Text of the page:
Using YouTube Videos in Your Online Course – Better Safe Than Sorry!

One question I am often asked is, “Can I use YouTube videos in my course?”  Unfortunately, the answer to that is not a clear “yes” or “no”, as it depends on the particular YouTube video.

Many teachers are under the assumption that they can embed (“embed” means to use code to make the video appear within your online course) any YouTube video in their course, and that there is no need to seek permission to do so. That is absolutely false, and is a sure recipe for getting yourself into trouble with a copyright holder.

The YouTube Terms of Service are rather lengthy, most people don’t read them. And that’s OK, because for viewers of YouTube content, the terms boil down to a couple of simple key points:

  1. You don’t need permission to view YouTube content.
  2. If you EMBED YouTube content on your website (such as in a Moodle course), you agree “not to access Content through any technology or means other than the video playback pages of the Service itself, the Embeddable Player, or other explicitly authorized means YouTube may designate”. Since most of use won’t be interested in hacking YouTube’s embed code, this is of little concern to us.

So if it’s OK to view YouTube videos, and it’s OK to embed in them in your course, then what’s the problem?

Simple – NOT everyone who has posted videos to YouTube follows the rules. Very often, YouTube videos are posted by individuals who DO NOT own the content and did not have permission to upload it. Therefore, if you ever are going to embed a YouTube video in your course, you must ensure that the actual owner of the content is the one who uploaded it to YouTube. In other words, DO NOT automatically assume it’s OK to embed any YouTube video into your course – do your homework, and make sure the owner of the content is associated with its distribution on YouTube.

Even when a legitimate owner of a video has posted to YouTube, they may have additional stipulations regarding its use, so always be sure to check the notes area below the YouTube video for any additional stipulations.

So, does that all make sense? How about a pop-quiz – what are the answers to the following YouTube-related copyright concerns?

QUESTION: Can I take a screenshot image of part of YouTube video and use that in my course? Can I use part of a YouTube video in the creation of a video of my own?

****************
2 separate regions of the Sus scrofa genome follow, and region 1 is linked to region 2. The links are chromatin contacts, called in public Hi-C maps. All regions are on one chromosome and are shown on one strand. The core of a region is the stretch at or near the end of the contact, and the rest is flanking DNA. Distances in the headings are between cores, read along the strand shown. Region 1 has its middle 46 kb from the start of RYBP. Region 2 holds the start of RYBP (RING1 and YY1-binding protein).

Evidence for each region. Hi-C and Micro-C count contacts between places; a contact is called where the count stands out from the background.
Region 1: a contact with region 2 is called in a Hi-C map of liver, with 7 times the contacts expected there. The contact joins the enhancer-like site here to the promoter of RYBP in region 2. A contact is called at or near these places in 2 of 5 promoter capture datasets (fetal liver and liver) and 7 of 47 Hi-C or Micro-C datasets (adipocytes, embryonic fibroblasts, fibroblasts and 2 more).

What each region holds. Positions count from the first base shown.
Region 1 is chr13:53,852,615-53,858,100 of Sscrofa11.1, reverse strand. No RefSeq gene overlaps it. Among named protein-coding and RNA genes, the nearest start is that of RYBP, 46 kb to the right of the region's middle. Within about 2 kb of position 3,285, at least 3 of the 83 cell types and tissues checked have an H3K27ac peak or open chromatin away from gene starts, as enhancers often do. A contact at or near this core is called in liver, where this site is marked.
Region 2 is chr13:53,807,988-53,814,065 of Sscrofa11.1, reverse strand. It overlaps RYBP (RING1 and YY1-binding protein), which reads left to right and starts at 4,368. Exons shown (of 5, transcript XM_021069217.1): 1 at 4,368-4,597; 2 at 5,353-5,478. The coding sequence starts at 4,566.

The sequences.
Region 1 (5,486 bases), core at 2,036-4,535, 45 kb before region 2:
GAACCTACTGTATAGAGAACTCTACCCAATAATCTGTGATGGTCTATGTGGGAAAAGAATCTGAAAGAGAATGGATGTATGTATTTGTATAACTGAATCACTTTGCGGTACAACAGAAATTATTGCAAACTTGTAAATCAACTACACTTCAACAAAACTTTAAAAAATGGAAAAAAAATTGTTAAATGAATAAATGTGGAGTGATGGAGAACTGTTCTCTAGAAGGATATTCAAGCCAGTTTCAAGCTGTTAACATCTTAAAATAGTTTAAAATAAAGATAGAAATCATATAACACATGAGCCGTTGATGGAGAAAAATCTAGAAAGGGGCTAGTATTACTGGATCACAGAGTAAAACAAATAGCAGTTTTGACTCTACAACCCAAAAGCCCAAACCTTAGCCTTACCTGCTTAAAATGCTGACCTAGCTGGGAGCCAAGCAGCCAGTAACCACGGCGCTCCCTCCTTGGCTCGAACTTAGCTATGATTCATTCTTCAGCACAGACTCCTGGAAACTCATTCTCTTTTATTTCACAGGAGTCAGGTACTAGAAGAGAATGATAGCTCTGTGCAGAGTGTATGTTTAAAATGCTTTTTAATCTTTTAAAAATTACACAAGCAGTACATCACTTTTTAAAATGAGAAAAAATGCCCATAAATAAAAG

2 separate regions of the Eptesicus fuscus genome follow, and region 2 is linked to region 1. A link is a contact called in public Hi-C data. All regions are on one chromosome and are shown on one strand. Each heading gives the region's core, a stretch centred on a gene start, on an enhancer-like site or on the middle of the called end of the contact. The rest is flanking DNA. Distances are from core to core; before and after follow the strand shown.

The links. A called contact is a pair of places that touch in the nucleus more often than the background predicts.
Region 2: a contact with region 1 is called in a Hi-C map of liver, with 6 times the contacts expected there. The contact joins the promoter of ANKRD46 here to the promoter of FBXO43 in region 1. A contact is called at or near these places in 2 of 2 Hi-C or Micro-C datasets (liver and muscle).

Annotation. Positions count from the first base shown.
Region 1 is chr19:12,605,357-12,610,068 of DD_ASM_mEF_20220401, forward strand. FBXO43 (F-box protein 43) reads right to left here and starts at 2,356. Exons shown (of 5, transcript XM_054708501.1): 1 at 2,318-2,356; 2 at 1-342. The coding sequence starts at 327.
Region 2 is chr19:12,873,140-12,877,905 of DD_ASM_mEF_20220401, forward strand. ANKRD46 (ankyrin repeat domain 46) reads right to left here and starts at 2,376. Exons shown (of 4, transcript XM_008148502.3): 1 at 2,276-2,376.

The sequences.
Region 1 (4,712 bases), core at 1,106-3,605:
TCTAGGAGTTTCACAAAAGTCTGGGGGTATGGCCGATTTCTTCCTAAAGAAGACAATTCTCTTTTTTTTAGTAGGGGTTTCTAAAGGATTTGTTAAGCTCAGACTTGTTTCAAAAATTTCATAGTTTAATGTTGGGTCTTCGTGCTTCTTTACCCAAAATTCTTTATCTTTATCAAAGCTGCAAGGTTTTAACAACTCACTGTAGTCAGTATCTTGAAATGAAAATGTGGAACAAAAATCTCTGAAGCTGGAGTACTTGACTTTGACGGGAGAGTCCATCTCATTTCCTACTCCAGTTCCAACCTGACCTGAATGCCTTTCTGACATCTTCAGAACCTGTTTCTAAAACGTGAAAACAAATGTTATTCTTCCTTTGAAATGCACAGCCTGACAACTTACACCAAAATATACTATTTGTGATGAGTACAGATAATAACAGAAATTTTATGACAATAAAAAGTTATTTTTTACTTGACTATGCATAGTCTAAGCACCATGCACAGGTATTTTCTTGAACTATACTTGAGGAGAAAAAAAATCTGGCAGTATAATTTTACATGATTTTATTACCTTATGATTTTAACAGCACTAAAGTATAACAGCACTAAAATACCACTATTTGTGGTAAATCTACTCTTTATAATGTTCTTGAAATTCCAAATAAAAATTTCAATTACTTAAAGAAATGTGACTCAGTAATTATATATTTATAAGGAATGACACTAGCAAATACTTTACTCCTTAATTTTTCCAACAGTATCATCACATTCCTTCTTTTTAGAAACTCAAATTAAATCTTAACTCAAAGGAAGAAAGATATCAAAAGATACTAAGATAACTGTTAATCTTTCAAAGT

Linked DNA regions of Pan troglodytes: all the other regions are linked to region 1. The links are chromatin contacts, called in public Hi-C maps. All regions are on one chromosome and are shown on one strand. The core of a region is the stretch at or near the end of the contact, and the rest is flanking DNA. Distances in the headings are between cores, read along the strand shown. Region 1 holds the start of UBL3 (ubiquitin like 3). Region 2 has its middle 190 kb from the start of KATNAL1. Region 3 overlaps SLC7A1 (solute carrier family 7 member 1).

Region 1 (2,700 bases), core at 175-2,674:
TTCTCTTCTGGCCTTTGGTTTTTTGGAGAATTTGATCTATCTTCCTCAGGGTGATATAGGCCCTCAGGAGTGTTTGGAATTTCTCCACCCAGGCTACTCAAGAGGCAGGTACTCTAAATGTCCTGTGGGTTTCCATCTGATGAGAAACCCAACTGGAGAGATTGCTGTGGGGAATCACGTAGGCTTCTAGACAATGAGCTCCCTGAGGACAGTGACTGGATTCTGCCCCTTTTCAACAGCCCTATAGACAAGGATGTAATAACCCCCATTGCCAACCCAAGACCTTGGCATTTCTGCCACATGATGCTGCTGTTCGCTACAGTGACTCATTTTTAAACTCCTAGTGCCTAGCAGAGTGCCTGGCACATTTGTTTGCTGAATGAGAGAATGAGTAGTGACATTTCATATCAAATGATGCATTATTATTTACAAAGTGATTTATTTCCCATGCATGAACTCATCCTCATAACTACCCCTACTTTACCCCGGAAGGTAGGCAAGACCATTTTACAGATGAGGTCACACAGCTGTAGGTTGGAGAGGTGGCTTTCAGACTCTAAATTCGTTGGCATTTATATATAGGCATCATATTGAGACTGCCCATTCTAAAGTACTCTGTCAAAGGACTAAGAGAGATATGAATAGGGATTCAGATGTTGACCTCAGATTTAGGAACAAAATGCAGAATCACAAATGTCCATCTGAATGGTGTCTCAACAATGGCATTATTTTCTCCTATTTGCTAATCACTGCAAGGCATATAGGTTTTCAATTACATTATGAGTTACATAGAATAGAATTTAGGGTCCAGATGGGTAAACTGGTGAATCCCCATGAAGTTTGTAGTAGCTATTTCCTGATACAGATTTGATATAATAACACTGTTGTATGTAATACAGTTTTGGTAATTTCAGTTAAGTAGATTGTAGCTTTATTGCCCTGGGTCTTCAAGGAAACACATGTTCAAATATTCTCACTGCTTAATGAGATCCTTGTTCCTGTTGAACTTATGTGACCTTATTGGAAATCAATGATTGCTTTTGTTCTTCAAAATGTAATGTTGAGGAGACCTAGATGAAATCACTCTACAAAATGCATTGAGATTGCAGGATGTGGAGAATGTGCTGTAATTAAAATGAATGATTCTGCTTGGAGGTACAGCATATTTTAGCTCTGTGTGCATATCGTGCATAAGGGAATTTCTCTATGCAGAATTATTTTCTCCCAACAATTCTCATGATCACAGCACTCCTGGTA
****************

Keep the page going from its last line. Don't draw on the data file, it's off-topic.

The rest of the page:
ANSWER. MOST OF THE TIME, NO (see exception that follows). That is a violation of YouTube’s terms. Their content must be viewed only through the YouTube embedded player if you wish to insert it in your course. If you want to use parts of the video in other ways, you’ll need to contact the copyright owner for permission.

OK, what about that exception? Well, interestingly, some YouTube content owners do not use the YouTube standard license when they upload – instead, they choose a Creative Commons Attribution License. For example, take a look at the following information (there’s License info beneath EVERY YouTube video!)  for this YouTube video:


Look carefully at the License – it is CC Attribution! In cases such as these, you CAN use the content in your own video, but you MUST attribute – the best way to do that is to make a clear link in your video (or within your course right next to to your video) back to the original content on YouTube.

QUESTION: I want to use a YouTube video in my course but I am not certain that the contents of the video are copyright friendly. It looks like the user may have used images that belong to someone else. Is it possible for me to use this video in my course?

ANSWER. You should NOT embed the video in your course if you are uncertain of copyright ownership. If you really want to use the video for your course, LINK to it – that is, when students click on it, they are taken to YouTube. But DO NOT EMBED the video in your course.

QUESTION: I have determined that the content of a certain YouTube video is public domain. Can I download this video and edit it into a video of my own creation?